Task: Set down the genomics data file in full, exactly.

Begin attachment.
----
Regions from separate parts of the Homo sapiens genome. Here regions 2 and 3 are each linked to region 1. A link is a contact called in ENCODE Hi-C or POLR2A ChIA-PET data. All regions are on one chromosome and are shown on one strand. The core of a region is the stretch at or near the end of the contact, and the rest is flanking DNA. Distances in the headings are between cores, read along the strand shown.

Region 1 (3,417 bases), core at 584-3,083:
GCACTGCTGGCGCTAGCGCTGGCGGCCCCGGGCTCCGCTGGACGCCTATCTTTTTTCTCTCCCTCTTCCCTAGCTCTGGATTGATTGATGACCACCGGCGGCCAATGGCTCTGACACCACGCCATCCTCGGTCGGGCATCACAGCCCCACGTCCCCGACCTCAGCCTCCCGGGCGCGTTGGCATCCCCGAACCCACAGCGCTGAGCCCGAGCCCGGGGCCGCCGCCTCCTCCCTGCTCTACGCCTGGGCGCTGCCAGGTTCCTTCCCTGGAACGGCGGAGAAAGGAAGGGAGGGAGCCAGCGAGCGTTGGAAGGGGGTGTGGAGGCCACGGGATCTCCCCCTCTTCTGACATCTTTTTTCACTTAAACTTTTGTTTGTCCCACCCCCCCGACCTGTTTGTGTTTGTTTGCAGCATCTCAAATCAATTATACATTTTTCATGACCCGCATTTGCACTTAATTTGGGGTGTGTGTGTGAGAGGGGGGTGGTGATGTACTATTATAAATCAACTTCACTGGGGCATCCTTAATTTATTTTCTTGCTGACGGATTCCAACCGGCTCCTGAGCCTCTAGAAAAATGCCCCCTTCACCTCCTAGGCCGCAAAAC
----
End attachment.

Regions from separate parts of the Homo sapiens genome. Here regions 2 and 3 are each linked to region 1. A link is a contact called in ENCODE Hi-C or POLR2A ChIA-PET data. All regions are on one chromosome and are shown on one strand. The core of a region is the stretch at or near the end of the contact, and the rest is flanking DNA. Distances in the headings are between cores, read along the strand shown.

Region 1 (3,417 bases), core at 584-3,083:
GCACTGCTGGCGCTAGCGCTGGCGGCCCCGGGCTCCGCTGGACGCCTATCTTTTTTCTCTCCCTCTTCCCTAGCTCTGGATTGATTGATGACCACCGGCGGCCAATGGCTCTGACACCACGCCATCCTCGGTCGGGCATCACAGCCCCACGTCCCCGACCTCAGCCTCCCGGGCGCGTTGGCATCCCCGAACCCACAGCGCTGAGCCCGAGCCCGGGGCCGCCGCCTCCTCCCTGCTCTACGCCTGGGCGCTGCCAGGTTCCTTCCCTGGAACGGCGGAGAAAGGAAGGGAGGGAGCCAGCGAGCGTTGGAAGGGGGTGTGGAGGCCACGGGATCTCCCCCTCTTCTGACATCTTTTTTCACTTAAACTTTTGTTTGTCCCACCCCCCCGACCTGTTTGTGTTTGTTTGCAGCATCTCAAATCAATTATACATTTTTCATGACCCGCATTTGCACTTAATTTGGGGTGTGTGTGTGAGAGGGGGGTGGTGATGTACTATTATAAATCAACTTCACTGGGGCATCCTTAATTTATTTTCTTGCTGACGGATTCCAACCGGCTCCTGAGCCTCTAGAAAAATGCCCCCTTCACCTCCTAGGCCGCAAAAC